Christmas & Hanukkah

The holidays can be a happy or tragic time for your pets. It’s up to you. Here are some safety tips to keep their and your holidays happy:


  • Mistletoe, Holly Berries, Christmas Rose and Christmas Lily plants are poisonous to pets. Poinsettia is still questionable so play it safe!
  • Edible decorations can cause diarrhea, gastritis, vomitting. Keep them out of sight!
  • Commercial food strings may contain paint or toxic preservatives, poisonous to pets.
  • Alcohol is toxic for pets, even in small amounts. Eggnog, Hot Toddies, Tom & Jerrys and other holiday drinks can be tastey and deadly to pets.
  • Chocolate can cause diarrhea, vomitting and fatal heart arrhythmias. Be careful of wrapped gifts that you may not be aware contain chocolate.
  • Turkey bones can splinter your pet’s digestive system. Hundreds of dogs die annually when owners unwittingly give them the carcass. Save it for soup!
  • Turkey skin and fat as well as ham skin and bones often cause gastritis, diarrhea, life threatening obstructions or pancreatitis. Sick pups can be grumpy and grumpy pups often bite! Keep stuffed Kong toys and other toys available.
  • Small rawhide sticks and rawhide toys that unravel can cause obstructions in the throat and blockages in the intestine and can be fatal.
  • Antifreeze contains Ethylene glycol which causes irreversible kidney damage, even death, when ingested in even small amounts. Unfortunately antifreeze is sweet to taste and found in puddles in driveways, parking areas and gutters. Both cats and dogs walk through it and lick it off their paws. Clean up all spills immediately. Purchase only products that are marked “pet safe” that do not contain ethylene glychol. Do not walk your pets in gutters or through puddles when crossing streets and driveways.

Other dangers:

  • Tinsel may obstruct circulation and block your cat’s or dog’s intestines.
  • Some wrapping papers are printed with inks that contain lead, poisonous to pets.
  • Needles , of both real and artificial trees, are sharp and indigestible. Can cause gastritis, obstructions.
  • Tree lights become hot. Lights on lower limbs are inviting, especially to puppies and kittens.
  • Electric cords are equally inviting and a chewed through cord may shock or electrocute your pet.
  • Glass ornaments break easily. Sharp chards may cut your pet’s feet or mouth. Keep your kitties out of the decorated areas. Give them a high perch of their own.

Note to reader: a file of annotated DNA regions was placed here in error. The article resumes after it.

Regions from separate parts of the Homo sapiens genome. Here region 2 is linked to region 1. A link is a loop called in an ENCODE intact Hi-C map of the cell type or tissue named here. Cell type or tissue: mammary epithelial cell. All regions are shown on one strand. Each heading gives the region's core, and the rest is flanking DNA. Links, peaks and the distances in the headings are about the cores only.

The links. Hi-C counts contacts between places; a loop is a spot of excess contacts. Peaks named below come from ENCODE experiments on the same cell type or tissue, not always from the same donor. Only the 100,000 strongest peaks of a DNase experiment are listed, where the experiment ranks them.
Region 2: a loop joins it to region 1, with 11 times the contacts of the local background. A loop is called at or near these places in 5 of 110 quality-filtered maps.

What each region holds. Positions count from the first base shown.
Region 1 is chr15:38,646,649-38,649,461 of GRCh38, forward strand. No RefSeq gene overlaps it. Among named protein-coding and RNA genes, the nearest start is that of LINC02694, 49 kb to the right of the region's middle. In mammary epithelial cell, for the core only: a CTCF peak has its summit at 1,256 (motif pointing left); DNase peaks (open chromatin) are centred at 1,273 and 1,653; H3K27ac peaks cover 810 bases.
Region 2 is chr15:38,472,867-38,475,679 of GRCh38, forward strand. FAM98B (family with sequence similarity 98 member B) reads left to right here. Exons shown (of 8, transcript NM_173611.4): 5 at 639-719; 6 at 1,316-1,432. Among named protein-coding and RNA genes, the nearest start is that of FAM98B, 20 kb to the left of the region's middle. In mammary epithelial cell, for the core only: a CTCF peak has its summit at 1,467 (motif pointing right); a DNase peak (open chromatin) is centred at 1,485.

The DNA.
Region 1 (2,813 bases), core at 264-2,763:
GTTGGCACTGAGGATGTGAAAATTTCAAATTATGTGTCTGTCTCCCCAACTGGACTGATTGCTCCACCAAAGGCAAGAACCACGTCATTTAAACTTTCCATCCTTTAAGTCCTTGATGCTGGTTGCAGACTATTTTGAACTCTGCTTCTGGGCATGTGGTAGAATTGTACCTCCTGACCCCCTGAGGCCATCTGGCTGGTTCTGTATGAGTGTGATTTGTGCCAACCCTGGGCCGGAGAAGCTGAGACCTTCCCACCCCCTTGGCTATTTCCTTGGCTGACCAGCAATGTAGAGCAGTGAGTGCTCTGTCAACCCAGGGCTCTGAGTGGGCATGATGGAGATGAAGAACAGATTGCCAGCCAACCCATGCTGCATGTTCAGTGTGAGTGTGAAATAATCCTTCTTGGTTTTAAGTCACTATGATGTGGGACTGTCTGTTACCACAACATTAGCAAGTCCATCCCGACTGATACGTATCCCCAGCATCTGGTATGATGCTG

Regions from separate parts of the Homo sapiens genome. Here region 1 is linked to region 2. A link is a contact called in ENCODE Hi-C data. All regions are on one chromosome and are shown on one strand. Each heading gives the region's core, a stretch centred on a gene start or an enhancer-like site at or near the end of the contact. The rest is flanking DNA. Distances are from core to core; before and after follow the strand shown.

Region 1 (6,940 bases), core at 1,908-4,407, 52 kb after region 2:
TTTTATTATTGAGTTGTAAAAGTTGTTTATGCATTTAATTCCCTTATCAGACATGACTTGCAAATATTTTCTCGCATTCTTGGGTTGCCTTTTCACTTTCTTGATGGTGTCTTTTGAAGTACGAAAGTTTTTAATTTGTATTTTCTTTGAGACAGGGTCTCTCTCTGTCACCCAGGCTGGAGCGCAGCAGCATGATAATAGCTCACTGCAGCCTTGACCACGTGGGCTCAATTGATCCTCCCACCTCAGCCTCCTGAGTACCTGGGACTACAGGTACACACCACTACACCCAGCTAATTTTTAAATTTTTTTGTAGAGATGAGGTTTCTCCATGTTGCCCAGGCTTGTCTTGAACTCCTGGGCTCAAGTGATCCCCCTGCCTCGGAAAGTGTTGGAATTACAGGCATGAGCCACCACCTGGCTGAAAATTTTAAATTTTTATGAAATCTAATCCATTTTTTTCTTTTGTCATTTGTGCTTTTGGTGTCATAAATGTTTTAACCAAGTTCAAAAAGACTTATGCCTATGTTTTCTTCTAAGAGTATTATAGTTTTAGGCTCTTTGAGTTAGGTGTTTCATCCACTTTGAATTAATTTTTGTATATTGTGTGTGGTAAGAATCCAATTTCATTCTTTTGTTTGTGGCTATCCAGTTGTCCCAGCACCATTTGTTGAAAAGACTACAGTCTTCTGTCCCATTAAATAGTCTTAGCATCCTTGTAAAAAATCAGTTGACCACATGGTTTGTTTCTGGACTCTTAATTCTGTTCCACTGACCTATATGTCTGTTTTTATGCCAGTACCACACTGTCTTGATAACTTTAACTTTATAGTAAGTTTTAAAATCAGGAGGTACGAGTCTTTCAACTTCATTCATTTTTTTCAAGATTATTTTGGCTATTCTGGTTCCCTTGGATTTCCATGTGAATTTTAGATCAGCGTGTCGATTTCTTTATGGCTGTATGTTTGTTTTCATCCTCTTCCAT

• Candles attract dogs, especially puppies, and can be a hazard both from ingestion and fire. Tails and long hair can catch fire and result in a disaster.
  • Pet’s toys can be dangerous. Be sure that the “ squeaker ” on squeak toys is part of the rubber mold, not plastic or metal. These can be ingested and/or aspirated into the lungs causing grave consequences. The plastic squeakers do not show up on x-ray or sonogram.
  • Cold, wet weather can be deadly to your dog, especially puppies. Limit the time they are out of doors and be sure to dry them off when they come into the house. A warm sweater or jacket will keep your dog healthy and happy. Introduce it gradually with play and treats and make it fun for him or her to wear. When the temperature drops below 30 degrees your dog may experience frostbite. Provide your dogs with booties when you take them to the snow.

Stay alert. Keep these items out of reach of your pets. Sit or lie down on the floor of each room and look up and around the room asking yourself what would interest you if you were a bored, confused or excited dog, cat, bunny or bird. Remember that it’s not just dogs who get into trouble. Watch your “kids” closely. Don’t let them surprise you with something you never dreamed they’d get into. The holiday season can be a very stressful time for pets. Try to keep as normal a daily schedule as possible. Remind every family member and guest to check that doors and gates are closed carefully. Frightened and confused pets can wander away from home. A stay at the Animal Shelter is often not pleasant and there’s no place like home for your pets especially during the holidays. Consider a Microchip for your pet for his/her holiday gift. And, if your pet receives a new collar for Christmas or Channukah, transfer his or her license and ID tag to the new collar immediately. Most pets are returned by persons who read the dog’s I.D. tag.



There is a $45 fee for their telephone consultation. They do take credit cards.

Have a safe and happy holiday season!